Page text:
|My age:||I am 42|
Dulles listened to most of those who came. Dulles The Allen W. In the summer of Dulles left his residence at No. In he would become Director of Central Intelligence, i. Dulles, Special Assistant to the American Minister.
Greg Brher. It was near where he had lived and worked twenty-four years before in the last months of World War I. From the terrace above I had an inspiring view of the whole stretch of the Bernese Alps.
He must have thought back to the time when he had passed up an opportunity to meet with Lenin during his World War I diplomatic service in Bern. The Allen W. Dulles who arrived in Bern did not look like a spy—he appeared more like a diplomat or professor.
According to Hans Bernd GiseviusAbwehr chief in Switzerland, serving under the cover as Vice-Consul in the German Consulate General in Zurich, who worked with him, Dulles was particularly troubled by the flourishing guild of professional spies, the traders in espionage materials, who would visit German agents in the morning, the British secret service in the afternoon, and the Dulles office on the Herrengasse in the evening, offering to each their carefully prepared and sensational reports.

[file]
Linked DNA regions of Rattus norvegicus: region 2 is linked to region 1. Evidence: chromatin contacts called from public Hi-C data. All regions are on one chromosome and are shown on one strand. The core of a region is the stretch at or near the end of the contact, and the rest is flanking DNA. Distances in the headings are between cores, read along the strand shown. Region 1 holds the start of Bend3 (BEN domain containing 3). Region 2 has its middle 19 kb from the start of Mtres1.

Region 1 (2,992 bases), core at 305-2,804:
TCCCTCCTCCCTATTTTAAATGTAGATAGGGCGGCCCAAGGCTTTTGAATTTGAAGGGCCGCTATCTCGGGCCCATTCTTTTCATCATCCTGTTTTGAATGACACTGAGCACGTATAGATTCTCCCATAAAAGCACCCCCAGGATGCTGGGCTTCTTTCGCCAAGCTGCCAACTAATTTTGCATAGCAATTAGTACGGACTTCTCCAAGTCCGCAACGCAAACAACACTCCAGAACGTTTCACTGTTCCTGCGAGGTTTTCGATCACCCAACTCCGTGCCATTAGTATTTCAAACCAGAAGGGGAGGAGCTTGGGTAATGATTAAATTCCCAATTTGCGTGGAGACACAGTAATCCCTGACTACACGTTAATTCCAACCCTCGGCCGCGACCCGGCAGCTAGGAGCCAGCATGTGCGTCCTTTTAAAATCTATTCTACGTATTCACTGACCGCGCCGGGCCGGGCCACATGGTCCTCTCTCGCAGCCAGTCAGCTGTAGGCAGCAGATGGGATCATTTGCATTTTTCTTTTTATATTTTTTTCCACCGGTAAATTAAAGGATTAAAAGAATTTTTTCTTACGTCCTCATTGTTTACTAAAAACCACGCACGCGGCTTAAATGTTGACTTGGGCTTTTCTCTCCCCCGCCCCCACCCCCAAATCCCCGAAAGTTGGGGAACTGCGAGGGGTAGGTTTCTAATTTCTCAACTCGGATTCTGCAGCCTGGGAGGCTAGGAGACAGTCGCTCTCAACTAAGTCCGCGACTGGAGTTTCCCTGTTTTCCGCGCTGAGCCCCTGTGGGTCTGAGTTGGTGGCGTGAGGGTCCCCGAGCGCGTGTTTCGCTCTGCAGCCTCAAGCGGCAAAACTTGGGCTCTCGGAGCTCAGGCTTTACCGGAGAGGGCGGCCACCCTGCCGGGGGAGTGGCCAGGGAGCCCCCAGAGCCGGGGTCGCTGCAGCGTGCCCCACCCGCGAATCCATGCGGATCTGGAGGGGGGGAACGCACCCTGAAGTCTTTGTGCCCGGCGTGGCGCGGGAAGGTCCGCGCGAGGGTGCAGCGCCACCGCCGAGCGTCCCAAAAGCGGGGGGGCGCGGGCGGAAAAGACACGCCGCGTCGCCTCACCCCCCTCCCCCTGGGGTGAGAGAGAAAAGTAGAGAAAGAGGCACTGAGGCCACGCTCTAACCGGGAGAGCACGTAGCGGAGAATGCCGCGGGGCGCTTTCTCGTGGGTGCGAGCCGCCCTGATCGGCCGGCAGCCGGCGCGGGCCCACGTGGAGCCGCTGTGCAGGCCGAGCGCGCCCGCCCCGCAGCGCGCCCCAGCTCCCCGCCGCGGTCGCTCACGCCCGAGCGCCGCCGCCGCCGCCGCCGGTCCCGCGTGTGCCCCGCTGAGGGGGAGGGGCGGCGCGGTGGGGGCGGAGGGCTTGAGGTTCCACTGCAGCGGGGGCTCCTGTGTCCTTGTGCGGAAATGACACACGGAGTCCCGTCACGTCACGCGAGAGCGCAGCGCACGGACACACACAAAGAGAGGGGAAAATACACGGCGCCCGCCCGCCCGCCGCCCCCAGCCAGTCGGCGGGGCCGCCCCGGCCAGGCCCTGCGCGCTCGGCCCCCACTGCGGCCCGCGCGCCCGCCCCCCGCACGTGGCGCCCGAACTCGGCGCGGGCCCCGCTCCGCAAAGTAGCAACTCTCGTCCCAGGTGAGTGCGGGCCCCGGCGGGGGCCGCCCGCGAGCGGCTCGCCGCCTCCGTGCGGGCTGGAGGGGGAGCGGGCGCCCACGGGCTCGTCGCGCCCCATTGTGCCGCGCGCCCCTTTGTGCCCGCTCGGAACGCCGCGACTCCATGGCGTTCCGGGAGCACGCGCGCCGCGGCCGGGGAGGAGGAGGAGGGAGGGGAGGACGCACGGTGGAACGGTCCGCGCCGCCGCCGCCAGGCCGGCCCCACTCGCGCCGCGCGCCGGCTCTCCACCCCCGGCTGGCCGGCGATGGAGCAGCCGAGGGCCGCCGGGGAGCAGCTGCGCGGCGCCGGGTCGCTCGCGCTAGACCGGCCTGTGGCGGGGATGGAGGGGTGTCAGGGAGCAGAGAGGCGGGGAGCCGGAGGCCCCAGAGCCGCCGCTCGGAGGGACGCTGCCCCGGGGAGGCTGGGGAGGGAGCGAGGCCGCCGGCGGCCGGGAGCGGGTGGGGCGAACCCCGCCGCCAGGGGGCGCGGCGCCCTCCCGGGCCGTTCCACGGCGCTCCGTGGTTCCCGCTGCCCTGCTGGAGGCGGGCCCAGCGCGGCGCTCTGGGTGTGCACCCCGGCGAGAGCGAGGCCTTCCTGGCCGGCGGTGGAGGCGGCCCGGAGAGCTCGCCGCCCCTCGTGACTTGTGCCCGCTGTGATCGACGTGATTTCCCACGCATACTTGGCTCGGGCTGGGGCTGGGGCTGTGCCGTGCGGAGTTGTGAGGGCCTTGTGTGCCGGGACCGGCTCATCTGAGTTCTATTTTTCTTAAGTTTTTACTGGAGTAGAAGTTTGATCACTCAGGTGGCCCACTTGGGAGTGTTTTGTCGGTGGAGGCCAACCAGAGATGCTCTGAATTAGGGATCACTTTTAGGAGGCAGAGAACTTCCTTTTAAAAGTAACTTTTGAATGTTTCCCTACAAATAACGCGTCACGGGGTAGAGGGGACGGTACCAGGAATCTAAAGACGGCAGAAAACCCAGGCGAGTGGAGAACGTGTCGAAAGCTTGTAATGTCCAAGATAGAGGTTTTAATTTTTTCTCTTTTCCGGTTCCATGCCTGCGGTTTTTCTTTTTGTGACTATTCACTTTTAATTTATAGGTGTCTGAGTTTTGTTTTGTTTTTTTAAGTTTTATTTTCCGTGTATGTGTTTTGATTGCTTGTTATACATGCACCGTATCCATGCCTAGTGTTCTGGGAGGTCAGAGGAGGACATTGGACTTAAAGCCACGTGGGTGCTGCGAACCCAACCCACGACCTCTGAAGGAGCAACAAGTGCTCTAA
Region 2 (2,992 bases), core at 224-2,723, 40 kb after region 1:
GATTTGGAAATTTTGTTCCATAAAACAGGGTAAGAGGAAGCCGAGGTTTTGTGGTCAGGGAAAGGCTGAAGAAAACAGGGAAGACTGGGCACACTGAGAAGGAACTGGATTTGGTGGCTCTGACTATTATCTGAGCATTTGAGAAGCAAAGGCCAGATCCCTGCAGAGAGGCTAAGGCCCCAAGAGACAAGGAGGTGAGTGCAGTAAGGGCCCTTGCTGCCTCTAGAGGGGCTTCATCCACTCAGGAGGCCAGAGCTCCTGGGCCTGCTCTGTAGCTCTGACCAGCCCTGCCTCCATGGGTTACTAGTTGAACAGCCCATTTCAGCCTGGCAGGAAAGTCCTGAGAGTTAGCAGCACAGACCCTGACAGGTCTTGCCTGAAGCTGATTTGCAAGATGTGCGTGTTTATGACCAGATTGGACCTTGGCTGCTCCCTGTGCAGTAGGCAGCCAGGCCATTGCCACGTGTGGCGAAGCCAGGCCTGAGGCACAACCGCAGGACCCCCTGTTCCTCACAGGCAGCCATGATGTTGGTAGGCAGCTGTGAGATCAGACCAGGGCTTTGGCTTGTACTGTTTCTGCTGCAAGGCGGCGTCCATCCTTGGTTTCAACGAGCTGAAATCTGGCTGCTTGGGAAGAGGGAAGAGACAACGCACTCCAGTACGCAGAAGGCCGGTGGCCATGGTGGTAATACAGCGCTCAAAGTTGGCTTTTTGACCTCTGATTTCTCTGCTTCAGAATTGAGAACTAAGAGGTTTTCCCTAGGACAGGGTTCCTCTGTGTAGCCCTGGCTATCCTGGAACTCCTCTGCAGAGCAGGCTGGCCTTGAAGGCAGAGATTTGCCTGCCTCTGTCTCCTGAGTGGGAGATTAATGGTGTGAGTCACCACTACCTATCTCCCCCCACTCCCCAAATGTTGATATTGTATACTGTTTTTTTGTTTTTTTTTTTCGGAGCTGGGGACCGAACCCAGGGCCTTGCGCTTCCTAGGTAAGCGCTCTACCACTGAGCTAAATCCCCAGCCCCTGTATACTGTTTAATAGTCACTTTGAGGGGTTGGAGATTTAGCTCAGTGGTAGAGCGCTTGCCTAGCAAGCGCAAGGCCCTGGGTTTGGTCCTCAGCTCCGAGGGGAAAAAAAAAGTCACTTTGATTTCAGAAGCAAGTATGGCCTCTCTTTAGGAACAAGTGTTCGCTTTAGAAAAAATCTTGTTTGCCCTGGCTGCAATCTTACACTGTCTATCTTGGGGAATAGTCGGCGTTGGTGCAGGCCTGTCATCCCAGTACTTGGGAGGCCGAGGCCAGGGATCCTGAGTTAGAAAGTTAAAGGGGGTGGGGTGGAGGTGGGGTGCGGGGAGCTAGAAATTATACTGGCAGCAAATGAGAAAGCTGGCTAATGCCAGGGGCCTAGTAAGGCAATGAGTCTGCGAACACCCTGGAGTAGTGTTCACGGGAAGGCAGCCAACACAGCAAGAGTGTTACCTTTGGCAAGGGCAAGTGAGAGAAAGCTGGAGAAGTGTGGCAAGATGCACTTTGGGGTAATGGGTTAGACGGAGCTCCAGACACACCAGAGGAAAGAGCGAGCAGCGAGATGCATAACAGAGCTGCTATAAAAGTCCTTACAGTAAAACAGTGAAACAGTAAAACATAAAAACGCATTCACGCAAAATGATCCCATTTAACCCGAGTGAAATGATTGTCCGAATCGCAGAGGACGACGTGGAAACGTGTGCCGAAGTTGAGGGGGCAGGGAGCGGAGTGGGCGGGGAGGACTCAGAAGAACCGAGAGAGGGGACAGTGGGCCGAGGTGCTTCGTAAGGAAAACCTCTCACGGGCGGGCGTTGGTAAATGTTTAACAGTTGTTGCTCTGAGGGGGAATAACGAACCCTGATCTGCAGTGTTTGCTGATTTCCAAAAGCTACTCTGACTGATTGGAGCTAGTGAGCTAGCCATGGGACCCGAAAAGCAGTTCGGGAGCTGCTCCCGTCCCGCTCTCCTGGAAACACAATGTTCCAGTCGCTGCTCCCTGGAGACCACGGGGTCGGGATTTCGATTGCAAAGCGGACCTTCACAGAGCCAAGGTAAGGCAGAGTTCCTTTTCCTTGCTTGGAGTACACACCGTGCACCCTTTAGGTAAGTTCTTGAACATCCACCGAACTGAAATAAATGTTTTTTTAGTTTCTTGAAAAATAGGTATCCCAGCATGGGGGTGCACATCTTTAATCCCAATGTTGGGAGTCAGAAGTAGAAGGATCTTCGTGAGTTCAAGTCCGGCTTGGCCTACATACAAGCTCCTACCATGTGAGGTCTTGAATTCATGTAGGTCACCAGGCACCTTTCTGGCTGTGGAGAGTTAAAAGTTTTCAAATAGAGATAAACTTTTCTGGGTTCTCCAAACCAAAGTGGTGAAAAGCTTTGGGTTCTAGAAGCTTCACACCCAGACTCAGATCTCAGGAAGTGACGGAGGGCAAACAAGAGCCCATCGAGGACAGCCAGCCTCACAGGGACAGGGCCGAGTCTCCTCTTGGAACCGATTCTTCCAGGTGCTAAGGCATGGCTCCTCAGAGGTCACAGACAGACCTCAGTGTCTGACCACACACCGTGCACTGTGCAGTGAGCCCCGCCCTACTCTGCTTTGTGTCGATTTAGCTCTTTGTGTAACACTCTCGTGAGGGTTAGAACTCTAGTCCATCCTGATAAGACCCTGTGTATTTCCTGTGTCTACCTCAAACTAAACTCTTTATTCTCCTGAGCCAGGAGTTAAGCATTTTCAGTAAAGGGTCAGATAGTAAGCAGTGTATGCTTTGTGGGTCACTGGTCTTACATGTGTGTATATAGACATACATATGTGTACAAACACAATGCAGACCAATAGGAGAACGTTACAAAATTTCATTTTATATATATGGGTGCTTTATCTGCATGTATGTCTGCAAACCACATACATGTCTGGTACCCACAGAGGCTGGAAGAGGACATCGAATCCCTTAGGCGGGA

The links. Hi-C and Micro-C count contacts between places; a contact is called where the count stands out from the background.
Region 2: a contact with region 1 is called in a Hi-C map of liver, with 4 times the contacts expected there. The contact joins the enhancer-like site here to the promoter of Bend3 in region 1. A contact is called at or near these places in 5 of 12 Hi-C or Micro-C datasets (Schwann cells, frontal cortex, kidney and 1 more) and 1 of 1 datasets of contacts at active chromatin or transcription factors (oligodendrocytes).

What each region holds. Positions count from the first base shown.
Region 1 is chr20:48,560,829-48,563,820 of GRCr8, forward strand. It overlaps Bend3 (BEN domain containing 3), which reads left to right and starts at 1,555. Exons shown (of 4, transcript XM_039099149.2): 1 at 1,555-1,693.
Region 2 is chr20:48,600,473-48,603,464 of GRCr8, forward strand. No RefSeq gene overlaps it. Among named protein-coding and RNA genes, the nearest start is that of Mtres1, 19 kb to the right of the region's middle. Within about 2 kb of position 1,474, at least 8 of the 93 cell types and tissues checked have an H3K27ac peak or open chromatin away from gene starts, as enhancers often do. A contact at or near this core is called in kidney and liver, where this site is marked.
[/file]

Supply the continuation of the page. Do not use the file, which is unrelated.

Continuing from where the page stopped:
His train passed from Vichy France into Switzerland only minutes before the Germans closed the border.
Herrengassein the picturesque, medieval section of Bern, near its cathedral, was an arcaded and cobblestoned street ran along the ridge high above the river Aare. Seventy-years ago, on November 9,forty-nine year old Allen W. Dulles was lucky to be in Switzerland. The street itself ended there in a cul-de-sac, and the land fell sharply away beyond a low wall down to the vineyard terraces that slopped down to the Aare, which made a horseshoe bend around the ancient city walls.
So he pulled some strings and had the streetlight opposite his front door turned off for the duration of the war, but most clandestine guests came and went by the back door.
Because of the constant stream of visitors there was no real secret about Dulles being an intelligence operative or his home was being used for intelligence work. A circumspect concern for Swiss sensibilities dictated however that he at least seek a headquarters that could claim diplomatic immunity so he established an office at No. Many such visitors were legitimate. The Germans had taken this action the same day Allied troops landed in North Africa. But many were not.